Does this mean the F-35 is — already — outdated?

Because get this …

An “A.I.”, short for “Artificial Intelligence”, just bested an ace United States Air Force fighter pilot in a series of flight combat simulations, expertly eluded his pursuit and shooting him down every … single … time.

The master human fighter aviator was USAF Colonel Gene “Geno” Lee, who said (we’re paraphrasing) he’d never seen anything like it. Human or nonhuman.

This from Popular Science:

And “Geno” is no slouch. He’s a former Air Force Battle Manager and adversary tactics instructor. He’s controlled or flown in thousands of air-to-air intercepts as mission commander or pilot. In short, the guy knows what he’s doing. Plus he’s been fighting A.I. opponents in flight simulators for decades.

But he says this one is different. “I was surprised at how aware and reactive it was. It seemed to be aware of my intentions and reacting instantly to my changes in flight and my missile deployment. It knew how to defeat the shot I was taking. It moved instantly between defensive and offensive actions as needed.”

The A.I., dubbed ALPHA, was developed by Psibernetix, a company founded by University of Cincinnati doctoral graduate Nick Ernest, in collaboration with the Air Force Research Laboratory. According to the developers, ALPHA was specifically designed for research purposes in simulated air-combat missions.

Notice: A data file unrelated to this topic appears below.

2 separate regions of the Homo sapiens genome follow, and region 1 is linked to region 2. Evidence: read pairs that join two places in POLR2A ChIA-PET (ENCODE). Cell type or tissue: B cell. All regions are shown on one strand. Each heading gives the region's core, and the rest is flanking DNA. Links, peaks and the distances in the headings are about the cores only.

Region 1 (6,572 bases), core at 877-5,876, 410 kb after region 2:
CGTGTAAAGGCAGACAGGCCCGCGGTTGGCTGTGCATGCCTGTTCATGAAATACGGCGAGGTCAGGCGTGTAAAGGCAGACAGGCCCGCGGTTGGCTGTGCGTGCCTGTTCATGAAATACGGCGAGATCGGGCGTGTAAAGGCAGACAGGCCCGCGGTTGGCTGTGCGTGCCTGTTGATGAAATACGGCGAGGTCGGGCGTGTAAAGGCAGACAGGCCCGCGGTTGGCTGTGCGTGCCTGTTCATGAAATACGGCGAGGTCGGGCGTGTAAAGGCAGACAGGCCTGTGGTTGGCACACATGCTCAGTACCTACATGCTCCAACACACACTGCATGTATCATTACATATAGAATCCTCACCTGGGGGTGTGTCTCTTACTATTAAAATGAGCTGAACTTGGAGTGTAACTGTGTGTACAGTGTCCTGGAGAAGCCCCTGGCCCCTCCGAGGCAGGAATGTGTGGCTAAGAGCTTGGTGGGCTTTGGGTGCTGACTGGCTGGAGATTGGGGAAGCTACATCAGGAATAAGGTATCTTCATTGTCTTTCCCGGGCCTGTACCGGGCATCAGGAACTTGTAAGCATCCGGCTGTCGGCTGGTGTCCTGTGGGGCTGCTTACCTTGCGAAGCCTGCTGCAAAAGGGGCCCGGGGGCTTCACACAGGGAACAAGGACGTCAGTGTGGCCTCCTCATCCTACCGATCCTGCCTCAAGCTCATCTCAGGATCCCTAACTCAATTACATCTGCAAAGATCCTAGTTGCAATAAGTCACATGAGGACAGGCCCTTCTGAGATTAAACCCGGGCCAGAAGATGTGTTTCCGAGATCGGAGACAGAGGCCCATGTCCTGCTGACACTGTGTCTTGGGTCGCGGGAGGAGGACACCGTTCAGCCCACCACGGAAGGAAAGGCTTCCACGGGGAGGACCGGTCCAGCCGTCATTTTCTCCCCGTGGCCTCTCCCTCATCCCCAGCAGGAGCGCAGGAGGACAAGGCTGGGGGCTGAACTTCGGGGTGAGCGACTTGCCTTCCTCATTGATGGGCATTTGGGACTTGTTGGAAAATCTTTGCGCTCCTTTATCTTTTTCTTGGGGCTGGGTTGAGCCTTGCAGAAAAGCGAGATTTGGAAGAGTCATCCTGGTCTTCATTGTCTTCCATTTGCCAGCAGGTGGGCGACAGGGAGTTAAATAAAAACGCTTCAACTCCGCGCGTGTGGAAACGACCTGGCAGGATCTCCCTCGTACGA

The secret to ALPHA’s superhuman flying skills is a decision-making system called a genetic fuzzy tree, a subtype of fuzzy logic algorithms. The system approaches complex problems much like a human would, says Ernest, breaking the larger task into smaller subtasks, which include high-level tactics, firing, evasion, and defensiveness. By considering only the most relevant variables, it can make complex decisions with extreme speed. As a result, the A.I. can calculate the best maneuvers in a complex, dynamic environment, over 250 times faster than its human opponent can blink.

Again, which puts the following photograph into a puzzling and strange perspective (it was snapped recently):

Workers can be seen on the moving line and forward fuselage assembly areas for the F-35 Joint Strike Fighter at Lockheed Martin Corp's factory located in Fort Worth, Texas in this October 13, 2011 handout photo provided by Lockheed Martin. Lockheed Martin Corp on February 25, 2013 said there was no evidence that a lithium-ion battery contributed to a Feb. 14 incident that caused smoke in the cockpit of an F-35 test plane. Lockheed spokesman Michael Rein said initial reviews indicated a potential failure in the plane's cooling system, which had been removed from the aircraft for further study. Picture taken October 13, 2011. REUTERS/Lockheed Martin/Randy A. Crites/Handout (UNITED STATES - Tags: MILITARY) ATTENTION EDITORS - THIS IMAGE WAS PROVIDED BY A THIRD PARTY. FOR EDITORIAL USE ONLY. NOT FOR SALE FOR MARKETING OR ADVERTISING CAMPAIGNS. THIS PICTURE IS DISTRIBUTED EXACTLY AS RECEIVED BY REUTERS, AS A SERVICE TO CLIENTS - RTR3EAKJ

And, we guess, this too?

With the amount of dough in the jet’s budget, it’s safe to assume that a retrofit of the aircraft to have it controlled remotely sans human pilot won’t bust through its deep, titanium alloy-lined pockets. Still, it’s mind-blowing and almost scary how technology is, already, on the verge of usurping a project that’s estimated to cost well over a trillion dollars when it’s all said and done … in 2037 (it’s the year all deliveries are to fulfilled by Lockheed Martin, its manufacturer).